It's no secret that Senator Obama is strongest when giving speeches and rhetorically weakest when answering unscripted questions, and it's no secret that Senator McCain is very nearly the opposite. Of course, that's why Senator McCain prefers unscripted town hall meetings and Senator Obama prefers Lincoln-Douglas speeches. Both candidates obviously favor their own strengths, but is it really change we can believe in to say "anywhere, anytime" and then quietly negotiate as much as possible, or is it just politics as usual?
On June 19, Senator Obama announced that he would not be participating in the federal campaign finance program, becoming the first candidate to do so, breaking a previous pledge to use the public funds if his opponent would do the same.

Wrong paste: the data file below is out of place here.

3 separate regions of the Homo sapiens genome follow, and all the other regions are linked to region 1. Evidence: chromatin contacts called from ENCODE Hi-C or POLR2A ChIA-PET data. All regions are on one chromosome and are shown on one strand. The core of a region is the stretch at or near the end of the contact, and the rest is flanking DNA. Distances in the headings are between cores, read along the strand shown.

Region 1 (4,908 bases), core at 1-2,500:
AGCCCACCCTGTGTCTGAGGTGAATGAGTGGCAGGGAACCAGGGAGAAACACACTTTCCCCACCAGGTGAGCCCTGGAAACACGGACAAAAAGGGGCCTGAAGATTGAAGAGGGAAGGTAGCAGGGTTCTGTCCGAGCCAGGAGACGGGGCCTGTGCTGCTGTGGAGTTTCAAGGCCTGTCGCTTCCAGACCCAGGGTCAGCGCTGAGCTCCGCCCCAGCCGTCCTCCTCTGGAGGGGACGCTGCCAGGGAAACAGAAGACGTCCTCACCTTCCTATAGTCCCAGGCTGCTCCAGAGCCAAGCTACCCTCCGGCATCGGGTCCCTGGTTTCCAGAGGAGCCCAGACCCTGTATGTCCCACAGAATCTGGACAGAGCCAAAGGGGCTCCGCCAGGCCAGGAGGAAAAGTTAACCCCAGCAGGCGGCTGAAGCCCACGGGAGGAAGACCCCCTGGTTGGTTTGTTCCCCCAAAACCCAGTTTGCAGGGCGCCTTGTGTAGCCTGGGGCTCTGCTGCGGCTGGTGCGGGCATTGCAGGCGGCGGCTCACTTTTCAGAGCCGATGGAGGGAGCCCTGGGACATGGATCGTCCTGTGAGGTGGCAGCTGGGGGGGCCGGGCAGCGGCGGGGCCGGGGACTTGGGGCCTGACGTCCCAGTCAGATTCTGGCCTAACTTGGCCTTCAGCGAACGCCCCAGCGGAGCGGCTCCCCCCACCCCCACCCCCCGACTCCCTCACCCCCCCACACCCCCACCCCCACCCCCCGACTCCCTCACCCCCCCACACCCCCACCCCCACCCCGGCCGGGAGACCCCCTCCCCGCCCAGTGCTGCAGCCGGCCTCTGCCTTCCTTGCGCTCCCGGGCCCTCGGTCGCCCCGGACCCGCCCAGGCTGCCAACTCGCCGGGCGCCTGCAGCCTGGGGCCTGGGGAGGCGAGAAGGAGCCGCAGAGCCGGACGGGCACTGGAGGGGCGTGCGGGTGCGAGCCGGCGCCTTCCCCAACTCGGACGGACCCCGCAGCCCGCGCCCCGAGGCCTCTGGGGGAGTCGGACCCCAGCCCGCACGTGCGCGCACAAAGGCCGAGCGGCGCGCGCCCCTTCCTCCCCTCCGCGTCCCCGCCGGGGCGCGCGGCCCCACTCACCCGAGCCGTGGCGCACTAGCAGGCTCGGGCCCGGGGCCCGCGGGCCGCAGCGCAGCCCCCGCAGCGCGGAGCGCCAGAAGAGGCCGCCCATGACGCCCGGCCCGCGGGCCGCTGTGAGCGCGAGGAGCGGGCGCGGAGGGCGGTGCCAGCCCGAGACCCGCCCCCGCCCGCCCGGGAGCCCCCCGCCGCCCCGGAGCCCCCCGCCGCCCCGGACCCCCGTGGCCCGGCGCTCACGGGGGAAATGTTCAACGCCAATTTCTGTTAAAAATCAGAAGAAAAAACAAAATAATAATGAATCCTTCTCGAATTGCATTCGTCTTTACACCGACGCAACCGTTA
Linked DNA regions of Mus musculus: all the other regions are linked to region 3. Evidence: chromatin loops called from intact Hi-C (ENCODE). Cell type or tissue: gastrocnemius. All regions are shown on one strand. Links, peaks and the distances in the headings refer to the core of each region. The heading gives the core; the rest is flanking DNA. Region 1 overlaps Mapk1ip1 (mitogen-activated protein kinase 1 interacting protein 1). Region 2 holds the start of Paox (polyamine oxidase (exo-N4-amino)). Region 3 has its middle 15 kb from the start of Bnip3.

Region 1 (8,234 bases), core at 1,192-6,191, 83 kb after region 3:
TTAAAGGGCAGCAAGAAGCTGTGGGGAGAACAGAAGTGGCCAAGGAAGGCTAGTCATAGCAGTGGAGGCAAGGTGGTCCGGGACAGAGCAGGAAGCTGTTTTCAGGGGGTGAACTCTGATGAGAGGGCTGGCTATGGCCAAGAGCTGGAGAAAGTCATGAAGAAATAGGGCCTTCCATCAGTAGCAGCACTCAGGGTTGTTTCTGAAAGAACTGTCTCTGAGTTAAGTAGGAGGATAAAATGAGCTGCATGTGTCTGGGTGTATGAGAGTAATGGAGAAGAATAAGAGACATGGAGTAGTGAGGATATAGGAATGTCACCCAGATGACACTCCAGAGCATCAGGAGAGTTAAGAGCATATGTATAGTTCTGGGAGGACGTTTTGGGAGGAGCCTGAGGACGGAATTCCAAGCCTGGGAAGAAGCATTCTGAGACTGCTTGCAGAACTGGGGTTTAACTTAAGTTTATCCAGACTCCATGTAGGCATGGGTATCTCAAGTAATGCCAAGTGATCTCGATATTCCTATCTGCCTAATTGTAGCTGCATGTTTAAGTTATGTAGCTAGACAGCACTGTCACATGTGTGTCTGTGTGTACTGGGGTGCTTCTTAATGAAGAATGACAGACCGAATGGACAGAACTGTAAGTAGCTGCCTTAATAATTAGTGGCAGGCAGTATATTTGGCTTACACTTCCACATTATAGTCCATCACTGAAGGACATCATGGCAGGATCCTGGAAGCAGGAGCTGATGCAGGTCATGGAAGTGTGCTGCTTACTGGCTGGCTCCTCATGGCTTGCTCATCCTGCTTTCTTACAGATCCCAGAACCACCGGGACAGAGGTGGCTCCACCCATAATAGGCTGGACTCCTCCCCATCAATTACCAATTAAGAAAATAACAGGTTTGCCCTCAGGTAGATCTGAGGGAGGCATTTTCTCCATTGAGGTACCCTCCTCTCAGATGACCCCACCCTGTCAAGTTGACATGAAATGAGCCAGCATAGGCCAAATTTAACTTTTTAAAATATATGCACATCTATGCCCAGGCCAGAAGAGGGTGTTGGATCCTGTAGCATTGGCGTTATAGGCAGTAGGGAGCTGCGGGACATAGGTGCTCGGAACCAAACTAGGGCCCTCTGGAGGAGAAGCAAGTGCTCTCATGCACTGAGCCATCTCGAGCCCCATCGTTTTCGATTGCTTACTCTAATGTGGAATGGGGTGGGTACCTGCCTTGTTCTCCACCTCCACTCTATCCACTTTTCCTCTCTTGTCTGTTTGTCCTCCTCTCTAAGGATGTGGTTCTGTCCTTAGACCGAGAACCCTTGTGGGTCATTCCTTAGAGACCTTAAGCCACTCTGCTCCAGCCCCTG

Obama stated his support for public financing on June 29, 2006, and pledged in writing to accept public financing on November 27, 2007.
What would cause Senator Obama to break his promise? The public financing system hasn't changed since Obama first made his promise. Senator Obama claimed to be concerned about "so-called 527 groups, who will spend millions and millions of dollars in unlimited donations," but the only 527 groups that have been active so far are Obama allies like MoveOn.org, who have spent millions attacking Senator McCain. Those 527 groups have existed since before Obama first made his promise, too.
So what changed? One thing: Obama has been able to raise a lot of money on his own. Accepting public campaign financing would mean new spending limits. Obama doesn't want to be limited, and he'll break his promise to ensure he isn't. Is that change we can believe in, or politics as usual?